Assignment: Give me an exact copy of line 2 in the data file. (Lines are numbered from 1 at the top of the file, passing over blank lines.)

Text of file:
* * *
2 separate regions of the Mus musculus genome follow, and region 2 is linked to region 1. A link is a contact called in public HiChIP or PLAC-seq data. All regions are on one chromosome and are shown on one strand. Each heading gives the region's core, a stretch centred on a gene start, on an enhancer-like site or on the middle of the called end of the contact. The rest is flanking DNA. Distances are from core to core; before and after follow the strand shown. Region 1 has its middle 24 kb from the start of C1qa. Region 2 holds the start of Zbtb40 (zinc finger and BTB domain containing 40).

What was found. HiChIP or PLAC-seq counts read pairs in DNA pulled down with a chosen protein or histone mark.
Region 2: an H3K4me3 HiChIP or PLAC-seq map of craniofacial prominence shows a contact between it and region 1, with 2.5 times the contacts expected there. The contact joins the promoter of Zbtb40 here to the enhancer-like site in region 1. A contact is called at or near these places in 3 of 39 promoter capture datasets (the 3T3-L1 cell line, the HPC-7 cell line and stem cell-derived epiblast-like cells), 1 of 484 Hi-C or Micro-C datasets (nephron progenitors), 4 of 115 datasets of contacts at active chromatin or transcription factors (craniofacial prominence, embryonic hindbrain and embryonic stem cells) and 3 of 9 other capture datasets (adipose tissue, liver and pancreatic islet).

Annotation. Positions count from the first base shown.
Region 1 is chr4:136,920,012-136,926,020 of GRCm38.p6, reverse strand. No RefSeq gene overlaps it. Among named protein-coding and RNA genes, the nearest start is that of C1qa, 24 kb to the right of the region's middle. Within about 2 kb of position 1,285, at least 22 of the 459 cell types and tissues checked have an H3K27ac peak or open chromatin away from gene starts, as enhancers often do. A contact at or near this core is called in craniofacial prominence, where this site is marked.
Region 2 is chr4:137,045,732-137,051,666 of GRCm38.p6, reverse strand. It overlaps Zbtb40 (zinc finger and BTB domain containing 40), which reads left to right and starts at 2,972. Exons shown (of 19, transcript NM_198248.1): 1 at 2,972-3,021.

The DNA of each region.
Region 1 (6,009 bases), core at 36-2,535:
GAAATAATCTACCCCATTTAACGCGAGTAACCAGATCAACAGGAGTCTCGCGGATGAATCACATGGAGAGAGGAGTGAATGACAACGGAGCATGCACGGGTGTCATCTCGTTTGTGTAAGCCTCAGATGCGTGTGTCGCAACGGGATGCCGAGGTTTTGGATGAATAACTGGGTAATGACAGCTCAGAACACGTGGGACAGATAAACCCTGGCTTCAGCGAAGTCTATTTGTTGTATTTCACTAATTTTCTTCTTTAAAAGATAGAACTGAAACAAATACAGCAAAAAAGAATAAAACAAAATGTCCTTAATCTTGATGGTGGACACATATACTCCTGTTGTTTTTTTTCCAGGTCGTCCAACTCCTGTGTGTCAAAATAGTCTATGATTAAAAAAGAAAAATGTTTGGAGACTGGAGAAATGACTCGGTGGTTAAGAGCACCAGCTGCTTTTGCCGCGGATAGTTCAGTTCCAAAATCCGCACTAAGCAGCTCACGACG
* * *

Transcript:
What was found. HiChIP or PLAC-seq counts read pairs in DNA pulled down with a chosen protein or histone mark.